Sacramento, CA - Is it constitutional to stop civic-minded citizens from passing out copies of the Constitution? That's the irony confronting justices of the California Court of Appeal this week.
A three-justice panel in Sacramento will hear arguments Friday in a case that has a Taxed Enough Already (TEA) Party group at odds with library officials in Redding. Last year, a Superior Court judge in Redding ruled against the officials in their efforts to prevent the TEA Party from passing out copies of the Constitution and related literature. The city appealed to the Third District Court of Appeal in Sacramento. Although the appellate court typically prefers to decide cases based on the written briefs, the court requested both sides to present oral arguments as well in this case.
The TEA Party group is being represented by Timothy Pappas as an affiliate of the Pacific Justice Institute. PJI President Brad Dacus commented, "It is the height of absurdity when the government tries to stop citizens from distributing the Constitution. As we have just celebrated Constitution Day this week, we are hopeful that the Court of Appeal will affirm the lower court and uphold common sense by allowing good citizenship to continue."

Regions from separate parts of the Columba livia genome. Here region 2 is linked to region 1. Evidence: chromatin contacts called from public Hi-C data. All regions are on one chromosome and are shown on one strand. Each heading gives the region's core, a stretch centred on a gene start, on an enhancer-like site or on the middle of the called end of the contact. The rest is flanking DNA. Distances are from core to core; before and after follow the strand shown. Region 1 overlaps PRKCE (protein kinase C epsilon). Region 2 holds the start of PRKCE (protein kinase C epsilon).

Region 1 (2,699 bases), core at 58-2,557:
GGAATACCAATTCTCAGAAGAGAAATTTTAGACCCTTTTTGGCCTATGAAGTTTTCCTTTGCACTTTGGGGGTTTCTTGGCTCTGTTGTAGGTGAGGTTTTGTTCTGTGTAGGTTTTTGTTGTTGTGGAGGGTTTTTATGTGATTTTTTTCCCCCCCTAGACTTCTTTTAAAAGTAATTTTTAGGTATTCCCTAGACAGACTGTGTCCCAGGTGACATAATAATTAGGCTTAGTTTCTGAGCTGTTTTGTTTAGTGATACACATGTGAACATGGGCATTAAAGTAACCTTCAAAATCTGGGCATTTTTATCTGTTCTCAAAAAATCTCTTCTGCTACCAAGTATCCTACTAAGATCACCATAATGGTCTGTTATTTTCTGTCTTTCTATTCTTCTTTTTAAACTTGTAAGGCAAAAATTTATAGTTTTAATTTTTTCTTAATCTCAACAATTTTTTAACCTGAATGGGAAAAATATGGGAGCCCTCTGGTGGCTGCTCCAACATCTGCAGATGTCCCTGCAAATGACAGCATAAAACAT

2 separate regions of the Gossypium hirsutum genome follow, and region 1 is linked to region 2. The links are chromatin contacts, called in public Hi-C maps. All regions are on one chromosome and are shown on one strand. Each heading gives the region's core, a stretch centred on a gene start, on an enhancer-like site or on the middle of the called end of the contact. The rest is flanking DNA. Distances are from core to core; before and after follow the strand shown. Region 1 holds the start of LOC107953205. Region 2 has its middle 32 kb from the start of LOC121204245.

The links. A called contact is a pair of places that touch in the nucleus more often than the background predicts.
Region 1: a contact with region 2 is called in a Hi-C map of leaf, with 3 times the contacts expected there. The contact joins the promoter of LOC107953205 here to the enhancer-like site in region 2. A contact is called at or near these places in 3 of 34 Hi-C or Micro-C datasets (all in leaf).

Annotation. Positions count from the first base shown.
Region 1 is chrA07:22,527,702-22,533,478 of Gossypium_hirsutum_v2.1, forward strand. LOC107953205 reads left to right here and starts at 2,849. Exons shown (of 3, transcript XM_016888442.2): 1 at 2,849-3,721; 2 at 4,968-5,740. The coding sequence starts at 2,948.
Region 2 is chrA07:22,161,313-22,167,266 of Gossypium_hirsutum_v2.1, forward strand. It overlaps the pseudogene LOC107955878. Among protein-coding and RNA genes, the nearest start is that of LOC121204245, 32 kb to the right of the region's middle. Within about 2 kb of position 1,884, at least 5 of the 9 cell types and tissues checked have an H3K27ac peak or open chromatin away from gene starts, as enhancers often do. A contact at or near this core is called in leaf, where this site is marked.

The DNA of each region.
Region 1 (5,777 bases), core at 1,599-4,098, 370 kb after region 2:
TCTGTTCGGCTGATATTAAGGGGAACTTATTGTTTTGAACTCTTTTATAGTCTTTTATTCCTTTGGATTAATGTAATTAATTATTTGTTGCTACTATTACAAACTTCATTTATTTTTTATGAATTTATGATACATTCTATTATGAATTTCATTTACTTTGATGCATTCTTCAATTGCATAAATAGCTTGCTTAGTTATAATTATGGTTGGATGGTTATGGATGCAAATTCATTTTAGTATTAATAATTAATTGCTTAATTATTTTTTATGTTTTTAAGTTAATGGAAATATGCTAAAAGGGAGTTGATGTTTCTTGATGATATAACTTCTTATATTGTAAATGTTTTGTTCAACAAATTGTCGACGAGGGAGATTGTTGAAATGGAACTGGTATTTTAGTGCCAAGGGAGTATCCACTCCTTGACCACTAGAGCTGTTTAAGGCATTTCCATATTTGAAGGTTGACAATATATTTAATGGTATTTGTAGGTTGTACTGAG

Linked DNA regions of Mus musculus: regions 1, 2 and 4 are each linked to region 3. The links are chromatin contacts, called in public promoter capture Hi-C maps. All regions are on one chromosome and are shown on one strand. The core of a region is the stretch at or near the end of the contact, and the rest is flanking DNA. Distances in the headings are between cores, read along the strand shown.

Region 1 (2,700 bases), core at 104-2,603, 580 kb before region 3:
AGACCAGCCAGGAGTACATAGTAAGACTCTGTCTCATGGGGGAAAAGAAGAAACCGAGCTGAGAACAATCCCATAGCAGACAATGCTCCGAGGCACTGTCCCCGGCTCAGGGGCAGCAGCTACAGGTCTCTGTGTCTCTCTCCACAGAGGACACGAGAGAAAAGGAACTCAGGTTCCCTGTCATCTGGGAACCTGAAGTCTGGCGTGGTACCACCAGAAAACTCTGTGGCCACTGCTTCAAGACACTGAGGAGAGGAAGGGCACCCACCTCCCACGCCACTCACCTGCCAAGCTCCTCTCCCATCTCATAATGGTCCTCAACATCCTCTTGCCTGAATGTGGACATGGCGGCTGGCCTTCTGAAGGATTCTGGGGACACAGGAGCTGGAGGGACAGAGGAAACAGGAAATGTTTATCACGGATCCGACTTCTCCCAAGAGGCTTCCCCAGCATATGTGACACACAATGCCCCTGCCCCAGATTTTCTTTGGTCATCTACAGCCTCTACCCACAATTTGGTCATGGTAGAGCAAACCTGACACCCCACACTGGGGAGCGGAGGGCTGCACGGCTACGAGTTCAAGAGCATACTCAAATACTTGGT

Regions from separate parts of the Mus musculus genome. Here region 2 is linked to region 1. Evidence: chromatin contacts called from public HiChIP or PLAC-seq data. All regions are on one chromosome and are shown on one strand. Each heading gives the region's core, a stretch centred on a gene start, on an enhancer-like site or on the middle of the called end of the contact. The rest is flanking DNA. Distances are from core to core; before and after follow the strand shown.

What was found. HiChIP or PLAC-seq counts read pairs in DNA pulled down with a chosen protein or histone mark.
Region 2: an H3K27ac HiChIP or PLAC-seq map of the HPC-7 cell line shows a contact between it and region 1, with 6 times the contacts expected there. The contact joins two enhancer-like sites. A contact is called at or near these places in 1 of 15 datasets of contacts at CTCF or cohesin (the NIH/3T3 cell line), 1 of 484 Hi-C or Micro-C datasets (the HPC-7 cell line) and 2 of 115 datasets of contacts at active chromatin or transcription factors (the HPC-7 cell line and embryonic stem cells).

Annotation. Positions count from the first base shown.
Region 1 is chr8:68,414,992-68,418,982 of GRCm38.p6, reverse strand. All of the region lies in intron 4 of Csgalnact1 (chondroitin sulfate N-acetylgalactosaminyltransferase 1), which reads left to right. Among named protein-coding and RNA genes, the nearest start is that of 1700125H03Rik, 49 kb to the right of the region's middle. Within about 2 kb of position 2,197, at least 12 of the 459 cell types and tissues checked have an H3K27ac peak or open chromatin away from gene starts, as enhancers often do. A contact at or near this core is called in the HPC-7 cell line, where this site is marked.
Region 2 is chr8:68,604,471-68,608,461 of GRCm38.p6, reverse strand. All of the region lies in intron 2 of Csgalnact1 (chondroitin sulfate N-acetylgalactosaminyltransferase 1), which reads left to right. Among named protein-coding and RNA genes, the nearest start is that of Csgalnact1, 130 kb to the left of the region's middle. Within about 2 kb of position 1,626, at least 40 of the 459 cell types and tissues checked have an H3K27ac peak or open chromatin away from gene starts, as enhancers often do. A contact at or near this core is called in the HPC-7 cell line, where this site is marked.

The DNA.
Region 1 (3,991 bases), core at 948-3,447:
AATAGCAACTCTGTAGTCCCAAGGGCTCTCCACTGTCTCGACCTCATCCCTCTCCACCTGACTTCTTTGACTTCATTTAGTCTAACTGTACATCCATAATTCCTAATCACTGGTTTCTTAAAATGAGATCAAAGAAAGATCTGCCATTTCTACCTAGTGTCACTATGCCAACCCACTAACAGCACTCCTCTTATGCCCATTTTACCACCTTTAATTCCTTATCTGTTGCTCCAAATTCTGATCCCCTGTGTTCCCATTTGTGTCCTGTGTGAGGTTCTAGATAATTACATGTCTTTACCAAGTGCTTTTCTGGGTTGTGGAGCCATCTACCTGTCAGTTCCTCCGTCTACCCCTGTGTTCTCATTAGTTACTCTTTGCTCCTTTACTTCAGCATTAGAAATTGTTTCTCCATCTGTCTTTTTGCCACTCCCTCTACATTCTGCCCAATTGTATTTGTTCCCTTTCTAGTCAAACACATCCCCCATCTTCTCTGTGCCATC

The Third District's oral argument calendar is scheduled to begin at 9:30 a.m. this Friday at its downtown Sacramento location. Both Mr. Pappas and PJI Chief Counsel Kevin Snider will be available to the media immediately following the proceedings.
Pacific Justice Institute is a non-profit 501(c)(3) legal defense organization specializing in the defense of religious freedom, parental rights, and other civil liberties. Pacific Justice Institute works diligently, without charge, to provide their clients with all the legal support they need.